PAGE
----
From his diminutive drawings to his large Pepto-Bismol pink sculptures, Franz West's world will leave you feeling slightly scrambled, but wholly absorbed.
The White Cube presents two of Doris Salcedo’s works, each exploring loss and the fragility of life with the artist’s signature flair.
In this solo exhibition, Eder explores cultural value judgments through his kitsch portrayals of kittens, puppies and female nudes, in paintings spanning the past 15 years of his career.
This thought-provoking exhibition explores how artists can raise awareness about climate change and the environment.
Nicolas and Frances McDowall started the Old Stile Press almost 40 years ago. They talk to Studio International about the many and varied books they have produced in that time.
The artist discusses works done over the past year, now at Waddington Custot, London, as well as the three decades of his work on show at Dallas Contemporary.
From his famed Pompidou Centre to eye-opening projects that many won’t know about, including a travelling pavilion for IBM, to the Shard, Renzo Piano’s inspiration and genius shine through in this exhibition highlighting 16 of his works.
Performance artist Vanessa Brazeau devises absurd exercise routines and fitness apps in order to connect the act of movement to the way we think and make decisions.
Spellbound is an exhibition that not only examines the superstitious practices that governed our ancestors, but also exposes those we still cling to today .
In Munich, the most significant retrospective of the German artist to date, shows her paintings from the last four decades, including rarely seen early works, and an epic new cycle.
Billy Apple is not just an artist – he’s a trademarked brand. He talks about exchanging his art for a knee operation and his new exhibition at the Mayor Gallery, London.
Farthing explains how his Miracle paintings, now on show at Salisbury Cathedral, came from a conversation he had with a Coptic priest in Cairo.
In two powerful sets of new work at Hauser & Wirth’s Somerset outpost, the Belgian sculptor moves beyond her figurative past in an attempt to capture the tragedy of the present day.
This exhibition, the first in the UK dedicated to the work of Jusepe de Ribera, delves in to the motivations behind some of the baroque artist’s most arresting images of suffering.
A haunting exhibition that will transport those visiting the Royal Academy of Arts to a world of Pacific gods and powerful ancestors.
The Swiss artist’s intriguing latex ‘skinnings’ of buildings and objects are shown for the first time in a UK public institution, 25 years after her death.
Mitchell and Emily Rales’s $125m extension of Glenstone – due to open on 4 October – makes it one of the world’s largest private museums, with six buildings, 230 landscaped acres and a formidable collection. The only problem will be getting in.
Kengo Kuma has delivered a new landmark in the V&A Dundee. It is a craggy sculptural structure inspired by the city’s shipbuilding past and Scotland’s rugged cliffs, which Kuma hopes will reconnect the city with nature. Inside, he has crafted an interior of warmth and welcome. But has he delivered a ‘living room for the city?’.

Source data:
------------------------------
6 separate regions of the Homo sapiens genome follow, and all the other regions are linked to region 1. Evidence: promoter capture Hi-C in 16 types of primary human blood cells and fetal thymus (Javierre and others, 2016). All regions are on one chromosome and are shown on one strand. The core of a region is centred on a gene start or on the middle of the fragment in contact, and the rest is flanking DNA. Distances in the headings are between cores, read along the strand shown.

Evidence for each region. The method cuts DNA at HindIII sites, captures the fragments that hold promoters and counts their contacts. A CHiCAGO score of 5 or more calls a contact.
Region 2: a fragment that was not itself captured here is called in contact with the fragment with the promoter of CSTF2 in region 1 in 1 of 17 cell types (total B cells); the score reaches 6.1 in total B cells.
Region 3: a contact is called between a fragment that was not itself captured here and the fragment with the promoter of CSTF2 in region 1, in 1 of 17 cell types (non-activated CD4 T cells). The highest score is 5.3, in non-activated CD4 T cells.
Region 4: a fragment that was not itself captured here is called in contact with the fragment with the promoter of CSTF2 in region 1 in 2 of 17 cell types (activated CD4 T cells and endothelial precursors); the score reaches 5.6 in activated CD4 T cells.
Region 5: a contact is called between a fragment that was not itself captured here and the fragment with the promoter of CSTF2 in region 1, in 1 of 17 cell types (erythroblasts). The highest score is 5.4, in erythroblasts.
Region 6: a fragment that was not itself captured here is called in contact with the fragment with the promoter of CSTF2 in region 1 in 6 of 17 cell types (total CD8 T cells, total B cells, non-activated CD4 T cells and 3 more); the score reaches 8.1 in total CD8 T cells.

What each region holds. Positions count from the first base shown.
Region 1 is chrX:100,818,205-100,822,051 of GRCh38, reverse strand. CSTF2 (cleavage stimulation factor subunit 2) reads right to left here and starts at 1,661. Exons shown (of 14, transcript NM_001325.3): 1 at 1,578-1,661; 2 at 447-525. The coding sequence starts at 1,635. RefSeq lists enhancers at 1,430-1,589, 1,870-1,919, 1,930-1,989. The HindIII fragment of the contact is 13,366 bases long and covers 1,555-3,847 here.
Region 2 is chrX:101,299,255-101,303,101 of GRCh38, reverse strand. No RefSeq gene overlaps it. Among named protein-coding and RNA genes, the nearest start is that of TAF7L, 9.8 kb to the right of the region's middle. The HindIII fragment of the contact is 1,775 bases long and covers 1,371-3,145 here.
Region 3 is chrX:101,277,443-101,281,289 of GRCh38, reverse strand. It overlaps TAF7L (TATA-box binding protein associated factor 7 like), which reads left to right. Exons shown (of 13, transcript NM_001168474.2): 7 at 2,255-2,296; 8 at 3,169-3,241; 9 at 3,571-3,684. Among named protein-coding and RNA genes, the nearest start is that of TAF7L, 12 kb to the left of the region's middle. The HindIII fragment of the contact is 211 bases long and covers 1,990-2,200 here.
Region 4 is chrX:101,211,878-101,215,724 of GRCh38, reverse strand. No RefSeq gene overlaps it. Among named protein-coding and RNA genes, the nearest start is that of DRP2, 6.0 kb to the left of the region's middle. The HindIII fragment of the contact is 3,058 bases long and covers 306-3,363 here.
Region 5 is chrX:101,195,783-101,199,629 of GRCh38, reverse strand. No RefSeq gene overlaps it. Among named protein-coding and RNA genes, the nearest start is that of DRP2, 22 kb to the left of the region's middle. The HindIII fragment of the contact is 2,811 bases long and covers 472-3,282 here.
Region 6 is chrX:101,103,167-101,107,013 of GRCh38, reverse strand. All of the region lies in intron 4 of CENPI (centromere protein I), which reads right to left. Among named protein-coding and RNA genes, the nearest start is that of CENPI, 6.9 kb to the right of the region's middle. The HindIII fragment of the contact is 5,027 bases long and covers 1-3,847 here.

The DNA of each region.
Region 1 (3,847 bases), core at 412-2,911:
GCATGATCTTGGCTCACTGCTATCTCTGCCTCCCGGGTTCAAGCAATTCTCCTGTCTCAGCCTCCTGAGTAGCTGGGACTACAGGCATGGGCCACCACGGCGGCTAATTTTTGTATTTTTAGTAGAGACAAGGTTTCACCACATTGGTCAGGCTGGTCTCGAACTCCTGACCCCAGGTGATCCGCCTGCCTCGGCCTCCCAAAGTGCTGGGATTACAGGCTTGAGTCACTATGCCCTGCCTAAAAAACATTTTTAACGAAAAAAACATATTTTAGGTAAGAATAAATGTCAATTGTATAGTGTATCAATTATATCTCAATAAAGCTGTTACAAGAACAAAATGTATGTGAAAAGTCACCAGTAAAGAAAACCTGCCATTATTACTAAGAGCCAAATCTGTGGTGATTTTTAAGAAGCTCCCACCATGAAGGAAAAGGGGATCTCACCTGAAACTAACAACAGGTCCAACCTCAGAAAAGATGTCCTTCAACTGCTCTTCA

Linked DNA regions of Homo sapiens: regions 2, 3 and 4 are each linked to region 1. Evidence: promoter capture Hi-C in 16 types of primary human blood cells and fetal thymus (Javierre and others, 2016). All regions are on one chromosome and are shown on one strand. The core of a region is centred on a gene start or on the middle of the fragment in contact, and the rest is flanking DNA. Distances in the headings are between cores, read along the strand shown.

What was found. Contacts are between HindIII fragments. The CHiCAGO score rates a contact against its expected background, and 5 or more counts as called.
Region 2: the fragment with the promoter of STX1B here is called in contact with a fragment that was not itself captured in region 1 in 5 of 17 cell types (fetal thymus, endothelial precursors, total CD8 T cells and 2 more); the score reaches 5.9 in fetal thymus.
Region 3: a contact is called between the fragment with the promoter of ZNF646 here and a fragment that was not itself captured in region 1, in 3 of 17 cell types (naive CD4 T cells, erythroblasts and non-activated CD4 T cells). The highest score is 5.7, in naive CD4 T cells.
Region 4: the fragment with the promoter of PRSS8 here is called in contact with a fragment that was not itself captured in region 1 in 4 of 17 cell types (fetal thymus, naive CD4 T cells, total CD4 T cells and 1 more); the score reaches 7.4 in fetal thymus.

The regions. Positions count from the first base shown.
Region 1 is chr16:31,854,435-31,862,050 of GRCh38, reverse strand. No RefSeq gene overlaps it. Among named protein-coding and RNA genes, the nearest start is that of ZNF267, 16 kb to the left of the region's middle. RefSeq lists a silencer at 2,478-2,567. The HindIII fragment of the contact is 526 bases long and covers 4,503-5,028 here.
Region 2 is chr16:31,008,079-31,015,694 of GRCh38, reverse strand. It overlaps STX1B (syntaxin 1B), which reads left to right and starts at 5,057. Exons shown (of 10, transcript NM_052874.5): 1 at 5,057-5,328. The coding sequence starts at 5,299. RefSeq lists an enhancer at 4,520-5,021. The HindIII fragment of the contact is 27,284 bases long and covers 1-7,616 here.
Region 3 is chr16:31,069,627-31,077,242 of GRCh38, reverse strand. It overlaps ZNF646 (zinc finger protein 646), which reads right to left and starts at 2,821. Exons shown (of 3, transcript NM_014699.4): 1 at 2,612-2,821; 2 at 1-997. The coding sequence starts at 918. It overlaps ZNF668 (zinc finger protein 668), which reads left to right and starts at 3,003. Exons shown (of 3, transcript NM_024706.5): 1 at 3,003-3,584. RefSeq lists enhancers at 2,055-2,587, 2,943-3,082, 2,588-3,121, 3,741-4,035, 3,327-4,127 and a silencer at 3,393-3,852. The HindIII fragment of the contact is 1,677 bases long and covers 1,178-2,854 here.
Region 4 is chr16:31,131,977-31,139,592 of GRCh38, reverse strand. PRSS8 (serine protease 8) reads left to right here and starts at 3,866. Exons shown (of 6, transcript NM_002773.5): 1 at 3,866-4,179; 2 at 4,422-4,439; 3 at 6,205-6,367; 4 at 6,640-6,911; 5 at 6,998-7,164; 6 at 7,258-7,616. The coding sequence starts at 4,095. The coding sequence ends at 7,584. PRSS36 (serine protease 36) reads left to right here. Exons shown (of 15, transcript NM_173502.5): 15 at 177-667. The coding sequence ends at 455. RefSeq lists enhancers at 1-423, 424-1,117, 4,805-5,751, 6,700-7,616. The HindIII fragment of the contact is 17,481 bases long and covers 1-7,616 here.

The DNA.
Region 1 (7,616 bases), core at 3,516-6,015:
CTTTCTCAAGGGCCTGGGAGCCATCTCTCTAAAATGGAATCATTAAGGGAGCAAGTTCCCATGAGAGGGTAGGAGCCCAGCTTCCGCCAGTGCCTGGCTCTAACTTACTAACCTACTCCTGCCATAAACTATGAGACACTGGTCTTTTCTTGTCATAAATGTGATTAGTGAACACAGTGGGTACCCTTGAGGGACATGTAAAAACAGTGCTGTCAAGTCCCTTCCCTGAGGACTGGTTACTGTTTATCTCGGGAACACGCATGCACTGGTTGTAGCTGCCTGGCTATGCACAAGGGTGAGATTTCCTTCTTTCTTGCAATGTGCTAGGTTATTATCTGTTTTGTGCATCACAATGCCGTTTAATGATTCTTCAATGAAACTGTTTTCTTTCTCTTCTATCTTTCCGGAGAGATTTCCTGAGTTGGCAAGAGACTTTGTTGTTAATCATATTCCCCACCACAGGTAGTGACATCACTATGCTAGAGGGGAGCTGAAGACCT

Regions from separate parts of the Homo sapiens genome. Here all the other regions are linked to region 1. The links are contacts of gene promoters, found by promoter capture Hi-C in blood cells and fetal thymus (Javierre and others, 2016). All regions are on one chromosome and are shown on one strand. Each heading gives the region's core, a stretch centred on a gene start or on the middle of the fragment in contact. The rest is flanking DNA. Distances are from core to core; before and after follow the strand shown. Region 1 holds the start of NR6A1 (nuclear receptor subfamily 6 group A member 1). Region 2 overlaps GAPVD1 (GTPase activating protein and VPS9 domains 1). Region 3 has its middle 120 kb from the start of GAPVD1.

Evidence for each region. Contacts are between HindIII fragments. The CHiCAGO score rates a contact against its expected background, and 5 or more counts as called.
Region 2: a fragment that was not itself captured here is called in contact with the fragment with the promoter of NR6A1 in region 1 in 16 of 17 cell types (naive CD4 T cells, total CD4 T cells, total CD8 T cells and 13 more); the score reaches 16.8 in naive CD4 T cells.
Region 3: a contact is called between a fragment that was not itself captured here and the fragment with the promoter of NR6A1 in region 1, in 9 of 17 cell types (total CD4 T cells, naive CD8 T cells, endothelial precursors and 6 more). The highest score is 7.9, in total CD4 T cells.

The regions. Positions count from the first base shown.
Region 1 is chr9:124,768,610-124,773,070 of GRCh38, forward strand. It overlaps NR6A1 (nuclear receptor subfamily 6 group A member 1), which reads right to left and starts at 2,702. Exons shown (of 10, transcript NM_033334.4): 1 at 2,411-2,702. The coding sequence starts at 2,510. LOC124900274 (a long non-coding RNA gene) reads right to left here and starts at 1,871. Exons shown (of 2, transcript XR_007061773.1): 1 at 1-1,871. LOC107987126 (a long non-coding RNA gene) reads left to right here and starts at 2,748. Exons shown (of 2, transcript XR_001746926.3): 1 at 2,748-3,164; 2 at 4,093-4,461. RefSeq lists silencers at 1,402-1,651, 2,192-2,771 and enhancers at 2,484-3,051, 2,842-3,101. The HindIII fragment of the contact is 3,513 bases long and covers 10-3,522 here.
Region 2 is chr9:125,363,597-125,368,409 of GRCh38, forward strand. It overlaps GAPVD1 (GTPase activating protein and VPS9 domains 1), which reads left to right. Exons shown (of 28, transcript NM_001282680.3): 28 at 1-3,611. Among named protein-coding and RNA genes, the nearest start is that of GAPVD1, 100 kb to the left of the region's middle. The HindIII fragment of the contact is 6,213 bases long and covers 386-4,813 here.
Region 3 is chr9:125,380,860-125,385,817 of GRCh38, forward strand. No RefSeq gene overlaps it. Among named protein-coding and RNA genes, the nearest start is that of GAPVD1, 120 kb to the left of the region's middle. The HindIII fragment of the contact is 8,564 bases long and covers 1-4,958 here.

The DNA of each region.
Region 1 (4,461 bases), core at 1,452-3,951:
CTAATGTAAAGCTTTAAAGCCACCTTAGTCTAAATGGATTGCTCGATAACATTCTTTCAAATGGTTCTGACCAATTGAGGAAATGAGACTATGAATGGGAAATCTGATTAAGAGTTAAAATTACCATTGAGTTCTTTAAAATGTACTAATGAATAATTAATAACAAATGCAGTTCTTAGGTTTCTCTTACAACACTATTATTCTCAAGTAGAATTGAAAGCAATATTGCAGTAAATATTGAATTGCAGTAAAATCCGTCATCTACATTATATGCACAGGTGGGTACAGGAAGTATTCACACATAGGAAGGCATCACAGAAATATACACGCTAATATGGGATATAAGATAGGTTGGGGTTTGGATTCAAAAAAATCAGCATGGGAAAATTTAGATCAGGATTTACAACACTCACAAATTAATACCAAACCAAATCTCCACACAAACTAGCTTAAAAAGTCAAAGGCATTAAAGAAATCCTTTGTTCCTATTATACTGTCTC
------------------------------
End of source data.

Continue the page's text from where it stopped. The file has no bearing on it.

Istanbul-based artist Banu Cennetoğlu talks about the List, a documentation of refugees known to have died trying to reach Europe, now on show at the Liverpool Biennial, her recent film at the Chisenhale that spanned more than 128 hours, and the images we create of ourselves and other people.
This tightly focused group exhibition explores the human impact on our environment.
What’s the difference between design and art? This year’s Vienna Design Week went a long way to answering that perennial question. Designers, artists, architects and educators from all over central Europe used this platform to interrogate how and why we live the way we do, and proposed intriguing, absorbing or simply beautiful solutions.
As Dan Graham’s new show opens at the Lisson Gallery in London, he talks about his early days as a New York gallerist, his love of music and why he doesn’t believe his famous pavilions are important.
From Ann Veronica Janssens’ Magic Mirrors to Anish Kapoor’s mind-bending sculptures, this playful exhibition will leave you questioning the reliability of your senses.
By sidestepping radical abstraction and highlighting the quixotic figurative work of Chagall, this exhibition foregrounds the revolution’s potential to bring joy, sex and playfulness into people’s lives apart from political propaganda, utopianism and promises of a better life.
From slapstick to sarcasm, parody to political activism, this group show at the South London Gallery, curated by Ryan Gander and gallery director Margot Heller, interrogates contemporary artists’ diverse manipulations of humour as a compelling facet of human connection.
A two-day, 3D festival celebrated the opening of the V&A Dundee with a visual collaboration between Scottish rock band Primal Scream and artist Jim Lambie, and a light, sound and graphics show by Dundee digital creatives Biome Collective and Agency of None.
Charleston, home of the Bloomsbury set, is celebrating the opening of a new exhibition and arts space with three concurrent exhibitions, Orlando at the Present Time, Zanele Muholi: Faces and Phases and Vanessa Bell and Duncan Grant’s Famous Women Dinner Service.
‘I was always drawing with my mother, and making things with my mother,’ says the artist.
Loie Hollowell talks about her latest exhibition at Pace Gallery, London, her first solo show in the UK, and how trying for a baby has influenced her work.
The Dutch sculptor Lily Lanfermeijer discusses tableware, colonial histories and the passing of patterns between continents.